The D5100's generally well-designed body is streamlined for shooting both stills and video.
Like many in its price class, the D5100 feels plasticky, but solid. One of the design changes over the D5000 is the more prominent slope on the left shoulder which I'm not crazy about--I think it makes the camera look lopsided--but it really doesn't affect the shooting experience. Like the D7000, the conveniently reachable Fn button sits below the flash button.
The back controls are laid out in a typical fashion. The information edit button--not to be confused with the info button on the top--brings up the interactive information display where you adjust most of your shooting settings. My only gripe: there's no way to lock the navigation switch. Since I shoot in single-point area AF mode, I frequently moved the AF point by accidentally pressing the switch.
In addition to bumping it to a larger, higher-resolution display, Nikon changed the movement of the articulated LCD from drop-down-and-twist to a more traditional flip-out-and-twist.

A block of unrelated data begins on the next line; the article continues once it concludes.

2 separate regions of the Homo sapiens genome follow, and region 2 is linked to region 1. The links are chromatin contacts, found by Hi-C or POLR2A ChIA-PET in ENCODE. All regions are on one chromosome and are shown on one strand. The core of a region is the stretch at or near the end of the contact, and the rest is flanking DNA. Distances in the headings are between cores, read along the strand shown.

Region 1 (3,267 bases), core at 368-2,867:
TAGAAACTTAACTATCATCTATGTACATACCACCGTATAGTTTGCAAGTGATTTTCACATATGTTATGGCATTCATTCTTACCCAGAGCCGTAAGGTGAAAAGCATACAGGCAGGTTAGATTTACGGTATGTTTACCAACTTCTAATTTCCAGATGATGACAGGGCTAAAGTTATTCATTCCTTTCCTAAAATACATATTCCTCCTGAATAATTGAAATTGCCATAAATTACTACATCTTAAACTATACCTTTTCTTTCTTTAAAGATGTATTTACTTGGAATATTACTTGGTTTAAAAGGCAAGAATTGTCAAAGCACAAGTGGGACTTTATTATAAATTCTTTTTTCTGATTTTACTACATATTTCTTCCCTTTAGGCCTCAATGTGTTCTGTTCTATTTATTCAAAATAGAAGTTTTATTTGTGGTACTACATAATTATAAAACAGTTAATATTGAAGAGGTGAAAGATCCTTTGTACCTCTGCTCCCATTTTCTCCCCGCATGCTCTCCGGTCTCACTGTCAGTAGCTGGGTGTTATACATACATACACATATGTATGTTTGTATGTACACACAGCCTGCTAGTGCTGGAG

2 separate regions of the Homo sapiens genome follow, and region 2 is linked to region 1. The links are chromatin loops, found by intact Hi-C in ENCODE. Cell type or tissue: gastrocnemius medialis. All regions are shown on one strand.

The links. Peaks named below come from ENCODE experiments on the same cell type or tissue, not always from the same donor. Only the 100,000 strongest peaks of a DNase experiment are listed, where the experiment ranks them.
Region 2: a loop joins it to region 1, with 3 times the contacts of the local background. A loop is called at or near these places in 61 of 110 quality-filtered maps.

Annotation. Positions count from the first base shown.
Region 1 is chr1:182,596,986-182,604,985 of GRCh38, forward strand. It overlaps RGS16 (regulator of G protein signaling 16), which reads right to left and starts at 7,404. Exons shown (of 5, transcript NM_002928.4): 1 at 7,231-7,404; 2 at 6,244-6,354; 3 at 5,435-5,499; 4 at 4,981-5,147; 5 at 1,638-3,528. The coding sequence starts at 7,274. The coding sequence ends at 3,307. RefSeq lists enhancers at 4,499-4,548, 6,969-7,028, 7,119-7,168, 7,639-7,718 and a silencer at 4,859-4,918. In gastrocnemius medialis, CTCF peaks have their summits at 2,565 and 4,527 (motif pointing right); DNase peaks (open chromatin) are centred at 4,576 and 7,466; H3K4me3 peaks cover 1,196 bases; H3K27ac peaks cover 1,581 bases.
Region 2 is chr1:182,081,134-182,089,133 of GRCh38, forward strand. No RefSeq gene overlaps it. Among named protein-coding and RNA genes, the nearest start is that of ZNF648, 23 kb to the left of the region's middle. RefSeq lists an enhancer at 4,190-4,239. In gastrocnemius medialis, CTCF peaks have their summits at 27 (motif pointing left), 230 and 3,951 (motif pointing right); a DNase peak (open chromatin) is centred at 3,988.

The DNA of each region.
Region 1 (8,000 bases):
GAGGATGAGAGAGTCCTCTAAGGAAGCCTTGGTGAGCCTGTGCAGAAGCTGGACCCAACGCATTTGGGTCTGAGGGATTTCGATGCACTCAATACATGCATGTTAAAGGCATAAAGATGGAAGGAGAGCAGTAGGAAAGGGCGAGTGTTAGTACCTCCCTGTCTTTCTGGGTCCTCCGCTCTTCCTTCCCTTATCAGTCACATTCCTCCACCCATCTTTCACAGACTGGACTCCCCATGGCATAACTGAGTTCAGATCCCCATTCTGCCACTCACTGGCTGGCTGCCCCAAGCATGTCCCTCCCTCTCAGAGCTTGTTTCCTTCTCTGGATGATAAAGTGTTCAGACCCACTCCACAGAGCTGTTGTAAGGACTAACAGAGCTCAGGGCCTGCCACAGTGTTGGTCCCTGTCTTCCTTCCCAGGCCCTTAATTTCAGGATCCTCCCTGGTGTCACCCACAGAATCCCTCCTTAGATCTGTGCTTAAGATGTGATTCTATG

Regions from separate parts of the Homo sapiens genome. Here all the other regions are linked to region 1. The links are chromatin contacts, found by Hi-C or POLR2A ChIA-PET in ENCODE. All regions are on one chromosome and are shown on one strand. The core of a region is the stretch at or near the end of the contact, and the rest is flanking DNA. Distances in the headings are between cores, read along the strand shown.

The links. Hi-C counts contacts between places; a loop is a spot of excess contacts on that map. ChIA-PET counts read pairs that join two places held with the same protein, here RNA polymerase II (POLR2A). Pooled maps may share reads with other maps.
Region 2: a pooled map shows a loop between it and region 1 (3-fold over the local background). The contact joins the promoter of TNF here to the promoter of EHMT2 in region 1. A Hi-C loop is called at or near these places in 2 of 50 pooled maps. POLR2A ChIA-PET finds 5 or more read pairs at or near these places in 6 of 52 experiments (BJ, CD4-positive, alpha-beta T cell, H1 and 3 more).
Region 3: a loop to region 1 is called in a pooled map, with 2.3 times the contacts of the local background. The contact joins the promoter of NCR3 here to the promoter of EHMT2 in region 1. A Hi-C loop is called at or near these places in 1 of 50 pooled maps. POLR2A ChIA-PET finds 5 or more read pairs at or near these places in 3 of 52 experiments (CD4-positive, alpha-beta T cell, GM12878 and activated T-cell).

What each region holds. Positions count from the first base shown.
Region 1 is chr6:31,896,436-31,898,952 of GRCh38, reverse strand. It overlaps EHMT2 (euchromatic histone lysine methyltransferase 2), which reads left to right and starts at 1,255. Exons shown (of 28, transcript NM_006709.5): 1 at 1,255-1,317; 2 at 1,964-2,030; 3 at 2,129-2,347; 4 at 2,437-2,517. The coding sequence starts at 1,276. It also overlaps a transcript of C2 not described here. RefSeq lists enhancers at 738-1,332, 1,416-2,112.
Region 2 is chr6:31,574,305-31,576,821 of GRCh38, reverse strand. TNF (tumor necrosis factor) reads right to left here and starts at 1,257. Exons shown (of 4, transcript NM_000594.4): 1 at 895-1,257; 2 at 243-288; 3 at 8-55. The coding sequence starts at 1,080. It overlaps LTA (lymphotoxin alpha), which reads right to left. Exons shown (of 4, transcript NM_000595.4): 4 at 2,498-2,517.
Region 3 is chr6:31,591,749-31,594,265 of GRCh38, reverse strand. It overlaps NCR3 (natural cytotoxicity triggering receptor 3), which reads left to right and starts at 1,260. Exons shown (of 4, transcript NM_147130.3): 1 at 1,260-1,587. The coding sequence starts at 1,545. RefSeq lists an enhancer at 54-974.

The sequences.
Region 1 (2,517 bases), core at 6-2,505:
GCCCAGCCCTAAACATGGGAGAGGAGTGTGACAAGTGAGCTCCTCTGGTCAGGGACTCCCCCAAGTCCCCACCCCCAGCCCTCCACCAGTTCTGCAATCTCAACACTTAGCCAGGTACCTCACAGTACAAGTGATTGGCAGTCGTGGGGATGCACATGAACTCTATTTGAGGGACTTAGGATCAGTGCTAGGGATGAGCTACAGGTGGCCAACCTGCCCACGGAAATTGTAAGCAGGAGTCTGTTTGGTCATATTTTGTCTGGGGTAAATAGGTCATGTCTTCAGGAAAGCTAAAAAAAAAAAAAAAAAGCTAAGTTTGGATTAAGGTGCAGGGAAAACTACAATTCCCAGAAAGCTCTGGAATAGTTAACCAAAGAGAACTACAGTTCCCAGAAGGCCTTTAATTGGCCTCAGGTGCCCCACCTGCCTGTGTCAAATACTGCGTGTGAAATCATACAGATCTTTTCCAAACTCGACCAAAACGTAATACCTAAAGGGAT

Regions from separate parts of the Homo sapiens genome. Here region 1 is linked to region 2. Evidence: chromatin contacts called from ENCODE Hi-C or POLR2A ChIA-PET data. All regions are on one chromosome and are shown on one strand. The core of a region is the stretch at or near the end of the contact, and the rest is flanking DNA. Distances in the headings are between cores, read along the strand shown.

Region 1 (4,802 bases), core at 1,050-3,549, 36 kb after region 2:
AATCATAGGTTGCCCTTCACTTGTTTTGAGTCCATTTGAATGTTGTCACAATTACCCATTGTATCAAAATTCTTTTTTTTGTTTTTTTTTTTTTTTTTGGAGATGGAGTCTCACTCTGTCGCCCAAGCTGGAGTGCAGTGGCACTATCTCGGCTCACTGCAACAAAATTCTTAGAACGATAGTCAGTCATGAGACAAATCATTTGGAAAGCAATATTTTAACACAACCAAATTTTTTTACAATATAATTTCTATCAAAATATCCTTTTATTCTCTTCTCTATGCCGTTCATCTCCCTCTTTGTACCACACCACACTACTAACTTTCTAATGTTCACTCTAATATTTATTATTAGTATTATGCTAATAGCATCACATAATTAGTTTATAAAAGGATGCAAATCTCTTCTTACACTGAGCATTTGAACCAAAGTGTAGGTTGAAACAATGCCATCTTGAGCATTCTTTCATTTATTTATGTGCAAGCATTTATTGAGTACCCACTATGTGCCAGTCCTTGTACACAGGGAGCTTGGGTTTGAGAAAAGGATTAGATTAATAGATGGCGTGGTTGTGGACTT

Although it's set up differently than the D7000, the D5100 also has a great layout for the occasional video shooter. The switch on the side of the mode dial toggles between regular and Live View/Video mode, so you don't have to use an awkwardly placed mode on the dial. And the record button is in a great spot by the shutter; it's easily reachable with your forefinger, but not in a spot where you're likely to hit it by accident.
For the D5100, Nikon added Effects to the mode dial. Your choices are Night Vision, Color Sketch, Miniature, High or Low Key (which really belong in the exposure presets), Selective Color, and Silhouette. All operate in movie capture as well as still.